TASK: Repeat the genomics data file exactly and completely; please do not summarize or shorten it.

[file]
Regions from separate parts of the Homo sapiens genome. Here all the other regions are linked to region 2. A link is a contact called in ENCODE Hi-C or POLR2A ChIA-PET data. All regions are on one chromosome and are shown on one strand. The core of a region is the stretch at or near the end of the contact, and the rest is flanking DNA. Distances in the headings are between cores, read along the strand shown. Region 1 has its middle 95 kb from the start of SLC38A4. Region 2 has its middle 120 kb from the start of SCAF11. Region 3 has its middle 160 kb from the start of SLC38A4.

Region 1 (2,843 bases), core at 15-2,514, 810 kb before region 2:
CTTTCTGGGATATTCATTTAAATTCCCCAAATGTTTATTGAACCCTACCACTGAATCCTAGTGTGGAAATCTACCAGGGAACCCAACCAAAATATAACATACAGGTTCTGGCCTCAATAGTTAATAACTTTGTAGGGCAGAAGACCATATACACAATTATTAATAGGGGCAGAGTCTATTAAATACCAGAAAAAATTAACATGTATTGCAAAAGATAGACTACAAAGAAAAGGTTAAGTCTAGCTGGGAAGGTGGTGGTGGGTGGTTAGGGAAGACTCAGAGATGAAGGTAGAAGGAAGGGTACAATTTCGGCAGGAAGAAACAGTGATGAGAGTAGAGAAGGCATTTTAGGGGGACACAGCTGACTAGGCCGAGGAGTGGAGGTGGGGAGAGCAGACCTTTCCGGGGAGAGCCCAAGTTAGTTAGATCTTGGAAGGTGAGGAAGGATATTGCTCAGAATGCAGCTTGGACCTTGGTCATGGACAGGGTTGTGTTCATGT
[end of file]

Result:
Regions from separate parts of the Homo sapiens genome. Here all the other regions are linked to region 2. A link is a contact called in ENCODE Hi-C or POLR2A ChIA-PET data. All regions are on one chromosome and are shown on one strand. The core of a region is the stretch at or near the end of the contact, and the rest is flanking DNA. Distances in the headings are between cores, read along the strand shown. Region 1 has its middle 95 kb from the start of SLC38A4. Region 2 has its middle 120 kb from the start of SCAF11. Region 3 has its middle 160 kb from the start of SLC38A4.

Region 1 (2,843 bases), core at 15-2,514, 810 kb before region 2:
CTTTCTGGGATATTCATTTAAATTCCCCAAATGTTTATTGAACCCTACCACTGAATCCTAGTGTGGAAATCTACCAGGGAACCCAACCAAAATATAACATACAGGTTCTGGCCTCAATAGTTAATAACTTTGTAGGGCAGAAGACCATATACACAATTATTAATAGGGGCAGAGTCTATTAAATACCAGAAAAAATTAACATGTATTGCAAAAGATAGACTACAAAGAAAAGGTTAAGTCTAGCTGGGAAGGTGGTGGTGGGTGGTTAGGGAAGACTCAGAGATGAAGGTAGAAGGAAGGGTACAATTTCGGCAGGAAGAAACAGTGATGAGAGTAGAGAAGGCATTTTAGGGGGACACAGCTGACTAGGCCGAGGAGTGGAGGTGGGGAGAGCAGACCTTTCCGGGGAGAGCCCAAGTTAGTTAGATCTTGGAAGGTGAGGAAGGATATTGCTCAGAATGCAGCTTGGACCTTGGTCATGGACAGGGTTGTGTTCATGT